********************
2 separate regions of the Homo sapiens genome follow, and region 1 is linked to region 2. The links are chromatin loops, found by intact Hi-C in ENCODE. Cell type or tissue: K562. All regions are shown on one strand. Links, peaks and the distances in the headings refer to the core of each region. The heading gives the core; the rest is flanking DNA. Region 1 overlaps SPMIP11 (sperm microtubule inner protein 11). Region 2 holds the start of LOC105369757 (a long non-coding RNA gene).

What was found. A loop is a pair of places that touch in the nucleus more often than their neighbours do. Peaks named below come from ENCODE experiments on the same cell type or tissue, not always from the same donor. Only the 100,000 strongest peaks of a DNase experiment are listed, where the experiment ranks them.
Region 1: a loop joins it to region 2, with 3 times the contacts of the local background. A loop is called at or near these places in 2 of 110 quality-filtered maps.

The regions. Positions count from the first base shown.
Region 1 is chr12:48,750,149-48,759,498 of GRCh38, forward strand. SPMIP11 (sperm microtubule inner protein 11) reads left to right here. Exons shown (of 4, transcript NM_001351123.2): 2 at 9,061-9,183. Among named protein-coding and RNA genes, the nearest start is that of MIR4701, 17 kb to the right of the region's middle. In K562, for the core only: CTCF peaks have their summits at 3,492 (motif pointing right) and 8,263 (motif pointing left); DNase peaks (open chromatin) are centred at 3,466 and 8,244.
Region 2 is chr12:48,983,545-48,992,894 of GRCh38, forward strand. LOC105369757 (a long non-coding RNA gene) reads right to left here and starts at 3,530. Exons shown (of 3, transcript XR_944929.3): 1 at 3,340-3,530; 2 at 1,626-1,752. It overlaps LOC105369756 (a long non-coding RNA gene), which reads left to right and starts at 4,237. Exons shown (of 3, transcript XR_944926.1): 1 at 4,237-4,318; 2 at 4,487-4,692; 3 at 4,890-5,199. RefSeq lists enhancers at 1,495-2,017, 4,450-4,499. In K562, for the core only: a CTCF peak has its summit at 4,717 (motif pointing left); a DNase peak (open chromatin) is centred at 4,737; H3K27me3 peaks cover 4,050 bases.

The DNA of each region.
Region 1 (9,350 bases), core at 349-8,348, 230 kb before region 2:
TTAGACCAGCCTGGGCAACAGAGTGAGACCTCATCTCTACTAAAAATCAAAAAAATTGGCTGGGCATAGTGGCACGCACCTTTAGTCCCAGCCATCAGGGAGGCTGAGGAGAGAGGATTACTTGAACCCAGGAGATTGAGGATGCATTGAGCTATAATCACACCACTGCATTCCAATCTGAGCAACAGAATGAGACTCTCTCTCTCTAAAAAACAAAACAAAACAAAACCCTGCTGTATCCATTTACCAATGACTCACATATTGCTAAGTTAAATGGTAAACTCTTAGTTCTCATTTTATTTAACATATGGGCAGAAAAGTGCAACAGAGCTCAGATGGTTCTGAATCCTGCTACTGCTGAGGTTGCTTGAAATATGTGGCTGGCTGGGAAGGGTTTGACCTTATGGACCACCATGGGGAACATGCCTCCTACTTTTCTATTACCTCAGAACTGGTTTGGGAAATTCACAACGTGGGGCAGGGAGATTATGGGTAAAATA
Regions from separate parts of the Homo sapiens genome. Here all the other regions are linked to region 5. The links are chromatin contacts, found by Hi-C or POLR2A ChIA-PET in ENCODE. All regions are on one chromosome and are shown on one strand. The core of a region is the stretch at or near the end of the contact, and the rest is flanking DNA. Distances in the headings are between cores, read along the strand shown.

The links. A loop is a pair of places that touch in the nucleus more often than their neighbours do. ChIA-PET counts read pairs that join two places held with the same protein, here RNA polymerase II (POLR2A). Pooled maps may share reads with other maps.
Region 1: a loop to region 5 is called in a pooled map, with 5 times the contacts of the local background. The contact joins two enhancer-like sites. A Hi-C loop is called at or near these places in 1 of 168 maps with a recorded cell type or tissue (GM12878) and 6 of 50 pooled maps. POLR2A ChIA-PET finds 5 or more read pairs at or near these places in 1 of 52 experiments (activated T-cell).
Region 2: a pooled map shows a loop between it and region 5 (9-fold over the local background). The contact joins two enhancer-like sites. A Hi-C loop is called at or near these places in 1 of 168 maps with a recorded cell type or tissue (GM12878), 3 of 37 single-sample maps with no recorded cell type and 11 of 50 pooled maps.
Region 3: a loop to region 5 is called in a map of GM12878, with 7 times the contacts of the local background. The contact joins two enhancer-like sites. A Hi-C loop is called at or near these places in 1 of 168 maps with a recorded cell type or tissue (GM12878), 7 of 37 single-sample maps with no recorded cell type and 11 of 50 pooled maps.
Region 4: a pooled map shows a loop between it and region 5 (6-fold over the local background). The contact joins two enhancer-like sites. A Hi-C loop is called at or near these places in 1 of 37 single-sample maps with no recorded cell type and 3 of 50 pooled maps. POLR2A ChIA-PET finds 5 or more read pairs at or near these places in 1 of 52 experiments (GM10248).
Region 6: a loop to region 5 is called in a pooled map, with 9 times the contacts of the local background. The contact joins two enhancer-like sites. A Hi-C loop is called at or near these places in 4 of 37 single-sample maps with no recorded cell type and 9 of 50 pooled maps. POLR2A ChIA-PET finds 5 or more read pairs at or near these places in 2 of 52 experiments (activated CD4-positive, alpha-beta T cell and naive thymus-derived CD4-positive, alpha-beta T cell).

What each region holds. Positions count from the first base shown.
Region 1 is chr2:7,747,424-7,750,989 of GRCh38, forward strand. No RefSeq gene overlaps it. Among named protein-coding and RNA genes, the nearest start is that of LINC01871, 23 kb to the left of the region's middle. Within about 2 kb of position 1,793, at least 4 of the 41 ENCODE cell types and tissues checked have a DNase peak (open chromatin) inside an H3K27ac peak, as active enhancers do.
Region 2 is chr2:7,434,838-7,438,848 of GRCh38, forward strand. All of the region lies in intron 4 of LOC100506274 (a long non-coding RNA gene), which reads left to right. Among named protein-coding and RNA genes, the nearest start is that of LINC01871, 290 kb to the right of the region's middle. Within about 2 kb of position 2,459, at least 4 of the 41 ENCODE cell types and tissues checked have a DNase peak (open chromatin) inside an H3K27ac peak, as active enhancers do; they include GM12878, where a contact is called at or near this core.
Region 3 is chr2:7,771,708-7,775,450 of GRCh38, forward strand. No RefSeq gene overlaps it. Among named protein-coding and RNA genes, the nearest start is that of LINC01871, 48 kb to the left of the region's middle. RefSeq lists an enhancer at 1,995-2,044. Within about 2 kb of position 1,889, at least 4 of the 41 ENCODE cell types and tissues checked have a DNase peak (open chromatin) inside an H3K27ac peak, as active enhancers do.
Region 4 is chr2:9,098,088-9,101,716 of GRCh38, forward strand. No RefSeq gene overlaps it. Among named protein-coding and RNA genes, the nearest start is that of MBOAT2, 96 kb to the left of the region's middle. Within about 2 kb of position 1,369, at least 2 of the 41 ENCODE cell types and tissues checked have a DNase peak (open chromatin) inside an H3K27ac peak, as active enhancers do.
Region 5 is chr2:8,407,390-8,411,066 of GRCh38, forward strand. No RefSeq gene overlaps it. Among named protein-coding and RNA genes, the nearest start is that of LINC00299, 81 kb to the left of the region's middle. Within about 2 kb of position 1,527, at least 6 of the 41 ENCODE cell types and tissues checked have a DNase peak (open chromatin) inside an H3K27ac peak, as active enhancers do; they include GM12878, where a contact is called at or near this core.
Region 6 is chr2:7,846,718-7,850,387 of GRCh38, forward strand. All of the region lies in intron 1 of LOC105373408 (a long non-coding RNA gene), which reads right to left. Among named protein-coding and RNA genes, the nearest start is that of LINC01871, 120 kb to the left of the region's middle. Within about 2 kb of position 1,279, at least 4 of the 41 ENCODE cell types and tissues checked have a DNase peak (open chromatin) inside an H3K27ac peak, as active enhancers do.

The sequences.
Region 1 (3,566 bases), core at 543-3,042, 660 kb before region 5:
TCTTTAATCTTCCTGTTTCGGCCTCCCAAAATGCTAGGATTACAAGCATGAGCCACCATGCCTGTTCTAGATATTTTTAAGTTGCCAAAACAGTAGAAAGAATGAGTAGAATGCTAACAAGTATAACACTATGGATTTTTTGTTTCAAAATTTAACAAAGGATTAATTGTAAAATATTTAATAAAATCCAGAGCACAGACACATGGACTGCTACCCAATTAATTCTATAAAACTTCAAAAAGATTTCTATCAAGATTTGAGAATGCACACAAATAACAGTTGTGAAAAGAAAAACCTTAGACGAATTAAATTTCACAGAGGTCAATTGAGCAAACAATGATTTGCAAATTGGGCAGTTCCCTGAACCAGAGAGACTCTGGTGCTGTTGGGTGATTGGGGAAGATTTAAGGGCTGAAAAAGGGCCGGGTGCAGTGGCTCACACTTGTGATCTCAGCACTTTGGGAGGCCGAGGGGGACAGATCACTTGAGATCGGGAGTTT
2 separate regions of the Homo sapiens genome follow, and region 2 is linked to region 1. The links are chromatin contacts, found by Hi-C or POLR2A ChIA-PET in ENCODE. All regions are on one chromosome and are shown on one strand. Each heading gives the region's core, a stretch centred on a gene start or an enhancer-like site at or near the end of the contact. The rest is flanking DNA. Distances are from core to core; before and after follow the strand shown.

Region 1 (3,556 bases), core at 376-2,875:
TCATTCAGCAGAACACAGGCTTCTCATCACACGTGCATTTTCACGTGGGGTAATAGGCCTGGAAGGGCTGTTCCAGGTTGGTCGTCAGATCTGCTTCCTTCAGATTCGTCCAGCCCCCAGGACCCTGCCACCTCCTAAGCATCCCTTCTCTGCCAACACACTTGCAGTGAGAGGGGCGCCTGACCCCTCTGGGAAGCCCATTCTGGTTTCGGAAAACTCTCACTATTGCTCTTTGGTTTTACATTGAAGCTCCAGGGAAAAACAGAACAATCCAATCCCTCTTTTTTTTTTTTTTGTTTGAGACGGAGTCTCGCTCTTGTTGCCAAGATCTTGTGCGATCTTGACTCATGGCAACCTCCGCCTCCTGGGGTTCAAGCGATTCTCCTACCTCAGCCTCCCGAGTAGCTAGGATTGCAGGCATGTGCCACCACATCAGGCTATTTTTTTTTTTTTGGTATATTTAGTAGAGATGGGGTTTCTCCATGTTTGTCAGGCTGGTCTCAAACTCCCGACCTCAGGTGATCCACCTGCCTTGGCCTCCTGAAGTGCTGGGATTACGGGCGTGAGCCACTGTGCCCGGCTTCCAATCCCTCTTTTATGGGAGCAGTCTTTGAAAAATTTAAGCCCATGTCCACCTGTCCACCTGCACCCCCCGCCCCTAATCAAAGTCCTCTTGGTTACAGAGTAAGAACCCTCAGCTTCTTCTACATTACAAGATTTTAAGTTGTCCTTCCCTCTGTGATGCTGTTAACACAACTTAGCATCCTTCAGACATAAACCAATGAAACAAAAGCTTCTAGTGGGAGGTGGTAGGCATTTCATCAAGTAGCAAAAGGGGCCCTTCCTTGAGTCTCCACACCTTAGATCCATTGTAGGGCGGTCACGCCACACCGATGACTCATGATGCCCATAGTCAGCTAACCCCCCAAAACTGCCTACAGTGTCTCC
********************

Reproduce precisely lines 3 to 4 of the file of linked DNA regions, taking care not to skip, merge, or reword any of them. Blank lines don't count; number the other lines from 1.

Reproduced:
Region 1: a loop joins it to region 2, with 3 times the contacts of the local background. A loop is called at or near these places in 2 of 110 quality-filtered maps.

The regions. Positions count from the first base shown.